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Ian’s Trivial Getting-a-job Tips

I’m not an HR person. However, over the years I’ve hired quite a few people to be on software or games teams. More recently I’ve helped out with filtering CVs for games companies. I’ve also been bombarded with emails about work experience. This is a set of short rants I recently posted to my Facebook page when I got frustrated with what I was reading. A few people have said I should collect them – so here we go, verbatim. I’ll undoubtedly add to them.

These are examples of really, really basic issues. That’s why I’ve been posting frustrated rants — I can hardly believe people are doing this sort of thing.

Tip #1

Say you are applying for a job as a waiter.

In which case, don’t send in your cover letter with a note about your experience as a road mender with at least 5 paragraphs dedicated to a deep theoretical examination of the minutiae of roadmending using terms that no-one who has not been an expert in the field of roadmending will ever understand.

And, you know, it’d be good if you actually had any skills to do with being a waiter.

Tip #2

If asked about your ability with written English (and narrative in general)

“I’m good at writing, I have wrote a book.”

will not help your application very much.

</Grumpymorning>

Tip #3

If you’re trying to get a job in games in a particular area of the country, probably best not to go on to the Facebook group for the games industry in that area and insult everyone’s work.

Tip #4

If applying for a PR and Communications role – in which you’ll be expected to compose and send out emails and press releases – please consider using capitals and punctuation.

I mean, preferably you’d use them correctly, but using any at all would be a good start.

Tip #5

If you care about layout for your CV, don’t send it in Word. It’ll give unpredictable results depending on whose machine you’re on, what fonts are installed, which version of Word you’re using, and what the result of the Microsoft randomised number spinner comes up with on any given day.

(33 years. It’s been 33 years, Microsoft, and you still haven’t got it right. In fact you’ve managed to make several things about it worse since around 1997.)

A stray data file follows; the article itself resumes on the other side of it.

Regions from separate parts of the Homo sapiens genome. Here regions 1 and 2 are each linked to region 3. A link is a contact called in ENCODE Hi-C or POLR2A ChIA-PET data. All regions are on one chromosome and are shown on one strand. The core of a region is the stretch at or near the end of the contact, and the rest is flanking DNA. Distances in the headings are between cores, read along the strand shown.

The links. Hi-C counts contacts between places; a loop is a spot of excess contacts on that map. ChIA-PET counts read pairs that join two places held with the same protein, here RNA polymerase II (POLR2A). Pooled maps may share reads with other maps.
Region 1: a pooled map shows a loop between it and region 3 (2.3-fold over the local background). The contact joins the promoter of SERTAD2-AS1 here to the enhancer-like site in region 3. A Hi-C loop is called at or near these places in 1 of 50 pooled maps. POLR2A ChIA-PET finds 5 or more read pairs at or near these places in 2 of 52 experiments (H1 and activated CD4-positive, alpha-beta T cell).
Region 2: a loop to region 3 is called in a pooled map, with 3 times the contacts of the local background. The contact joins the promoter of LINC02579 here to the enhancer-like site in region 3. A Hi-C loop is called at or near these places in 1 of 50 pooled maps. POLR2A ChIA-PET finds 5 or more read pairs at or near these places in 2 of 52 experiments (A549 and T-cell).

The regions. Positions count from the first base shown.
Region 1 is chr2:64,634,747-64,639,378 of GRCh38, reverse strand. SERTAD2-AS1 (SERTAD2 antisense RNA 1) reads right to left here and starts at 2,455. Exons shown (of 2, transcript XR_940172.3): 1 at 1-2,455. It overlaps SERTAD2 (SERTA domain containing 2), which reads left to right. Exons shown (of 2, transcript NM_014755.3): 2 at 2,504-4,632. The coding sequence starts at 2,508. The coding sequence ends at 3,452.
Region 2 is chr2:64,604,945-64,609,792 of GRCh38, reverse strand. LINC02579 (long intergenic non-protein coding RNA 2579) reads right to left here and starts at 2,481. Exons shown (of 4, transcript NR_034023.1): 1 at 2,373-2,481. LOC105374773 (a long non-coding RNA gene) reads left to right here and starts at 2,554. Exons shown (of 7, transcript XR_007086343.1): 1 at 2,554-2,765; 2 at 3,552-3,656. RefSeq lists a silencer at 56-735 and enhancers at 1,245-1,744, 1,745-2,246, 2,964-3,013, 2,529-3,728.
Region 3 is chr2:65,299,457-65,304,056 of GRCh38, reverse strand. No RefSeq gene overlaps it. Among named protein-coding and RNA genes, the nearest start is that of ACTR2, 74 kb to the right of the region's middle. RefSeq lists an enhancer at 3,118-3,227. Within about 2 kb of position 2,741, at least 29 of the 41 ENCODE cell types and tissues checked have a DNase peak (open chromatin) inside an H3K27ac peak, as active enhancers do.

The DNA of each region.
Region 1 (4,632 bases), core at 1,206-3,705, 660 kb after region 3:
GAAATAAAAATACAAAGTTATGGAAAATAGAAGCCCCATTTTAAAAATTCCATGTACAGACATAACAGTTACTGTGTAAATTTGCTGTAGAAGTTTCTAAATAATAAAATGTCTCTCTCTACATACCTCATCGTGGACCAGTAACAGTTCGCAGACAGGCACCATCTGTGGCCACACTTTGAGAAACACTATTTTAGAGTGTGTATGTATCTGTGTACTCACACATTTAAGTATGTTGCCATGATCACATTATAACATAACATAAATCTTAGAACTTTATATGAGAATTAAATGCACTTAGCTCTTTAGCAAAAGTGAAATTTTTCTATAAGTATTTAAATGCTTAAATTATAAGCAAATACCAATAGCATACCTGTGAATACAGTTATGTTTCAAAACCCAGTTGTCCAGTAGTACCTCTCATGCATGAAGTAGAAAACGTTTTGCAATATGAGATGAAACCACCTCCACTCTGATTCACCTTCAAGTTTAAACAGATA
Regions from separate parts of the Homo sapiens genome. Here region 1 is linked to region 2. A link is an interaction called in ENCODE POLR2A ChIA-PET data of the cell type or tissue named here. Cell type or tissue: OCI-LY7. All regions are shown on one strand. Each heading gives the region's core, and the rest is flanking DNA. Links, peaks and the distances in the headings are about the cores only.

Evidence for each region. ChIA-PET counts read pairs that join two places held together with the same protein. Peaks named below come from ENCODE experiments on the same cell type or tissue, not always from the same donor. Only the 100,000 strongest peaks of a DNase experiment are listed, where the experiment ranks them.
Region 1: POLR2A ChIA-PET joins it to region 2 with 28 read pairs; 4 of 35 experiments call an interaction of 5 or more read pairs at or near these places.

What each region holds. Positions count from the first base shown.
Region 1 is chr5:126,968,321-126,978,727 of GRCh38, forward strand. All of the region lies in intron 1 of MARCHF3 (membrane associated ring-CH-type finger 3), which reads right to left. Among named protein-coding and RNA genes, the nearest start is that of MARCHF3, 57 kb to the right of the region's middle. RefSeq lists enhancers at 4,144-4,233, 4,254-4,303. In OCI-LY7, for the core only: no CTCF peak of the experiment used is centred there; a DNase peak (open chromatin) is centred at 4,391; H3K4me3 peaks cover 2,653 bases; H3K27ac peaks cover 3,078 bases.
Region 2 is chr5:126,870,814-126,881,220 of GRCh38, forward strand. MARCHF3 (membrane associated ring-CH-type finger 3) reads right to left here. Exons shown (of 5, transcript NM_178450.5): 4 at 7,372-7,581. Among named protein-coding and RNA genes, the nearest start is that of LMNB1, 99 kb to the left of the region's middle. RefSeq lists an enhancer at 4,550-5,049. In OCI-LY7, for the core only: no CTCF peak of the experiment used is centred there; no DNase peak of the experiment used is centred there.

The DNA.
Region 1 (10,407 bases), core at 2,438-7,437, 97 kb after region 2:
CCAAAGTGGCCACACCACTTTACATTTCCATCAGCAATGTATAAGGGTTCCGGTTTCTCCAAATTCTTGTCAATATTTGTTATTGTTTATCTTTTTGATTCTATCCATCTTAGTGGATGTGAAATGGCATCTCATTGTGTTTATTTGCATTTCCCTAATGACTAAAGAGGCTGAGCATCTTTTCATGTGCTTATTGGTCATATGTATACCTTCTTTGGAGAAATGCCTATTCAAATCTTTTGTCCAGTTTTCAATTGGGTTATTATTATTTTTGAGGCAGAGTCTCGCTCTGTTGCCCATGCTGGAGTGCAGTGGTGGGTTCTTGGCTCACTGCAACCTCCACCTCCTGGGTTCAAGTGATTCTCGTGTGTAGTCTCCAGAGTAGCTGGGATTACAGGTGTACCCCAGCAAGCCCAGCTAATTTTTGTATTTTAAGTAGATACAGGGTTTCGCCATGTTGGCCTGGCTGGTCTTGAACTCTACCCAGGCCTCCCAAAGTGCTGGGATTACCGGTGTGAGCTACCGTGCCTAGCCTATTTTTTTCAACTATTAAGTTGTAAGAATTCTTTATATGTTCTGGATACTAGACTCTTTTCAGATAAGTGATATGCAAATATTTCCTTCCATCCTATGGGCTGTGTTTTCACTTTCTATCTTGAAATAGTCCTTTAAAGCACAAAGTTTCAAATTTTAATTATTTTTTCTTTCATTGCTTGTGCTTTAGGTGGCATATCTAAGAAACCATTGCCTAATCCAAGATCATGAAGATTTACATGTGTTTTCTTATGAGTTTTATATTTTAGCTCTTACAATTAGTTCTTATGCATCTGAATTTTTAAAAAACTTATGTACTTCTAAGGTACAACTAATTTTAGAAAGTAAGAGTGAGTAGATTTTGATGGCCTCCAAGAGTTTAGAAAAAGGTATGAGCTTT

Oh, and some people don’t have it installed and will be viewing your doc in something handrolled made out of paper and gaffa tape running on a hacked telegraph machine.

(Use PDF.)

Edit, having just looked at the next CV: Sending your CV as a low-quality JPEG isn’t ideal, either. Jesus Christ.

Edited again: The JPEG is a black starfield background with a slender white monospaced font. If there was the opposite of the ideal CV, this is it, marred only by the fact the guy hasn’t used rainbow colours anywhere. Or an animated GIF.

Edited a third time: Yes, sure, some agencies require Word so they can rip off your contact details and substitute their own. That’s not what I’m talking about here – I’m talking about applying direct to a company if you’re someone who’s trying to lay out your CV nicely.

Tip #6

Don’t go in criticising the recruiter and the recruitment advert, telling us how to do it properly, and then make it clear that if we fix your issues with it you might deign to apply.

Addendum: Don’t, in reply to comments, wittily say things like “Slack and Github – keeping the gaming industry alive since 1996” when Slack was released in 2013 and Github in 2008.

Tip #7

Relieved some aggression by replying to a student’s enquiry letter about work experience.

Turned into mostly a rant about selling themselves. You know, writing about what they’re actually interested in, rather than “oh, you know, maybe some testing, or anything at all really, i don’t care, just my tutors say I have to”. Show some excitement, damnit! Be keen!

(Also that they should probably say whereabouts in the country they live. If he’d have been lucky and we had a place for work experience… oh, and an office, which we don’t… then he’d have had to travel from North Wales to South Wales every Thursday morning and back again in the evening.)

Tip #8

Gonna email someone out of the blue asking for a job? Take the time to tailor your query email. Just little things. Mentioning what they do and that you might be interested in it. Or looking at their company website, realising that they don’t actually do anything like the job you’re asking for, and stopping yourself pressing send.

Blanket emails look like blanket emails, and that you don’t give a damn about the people you’ve just emailed.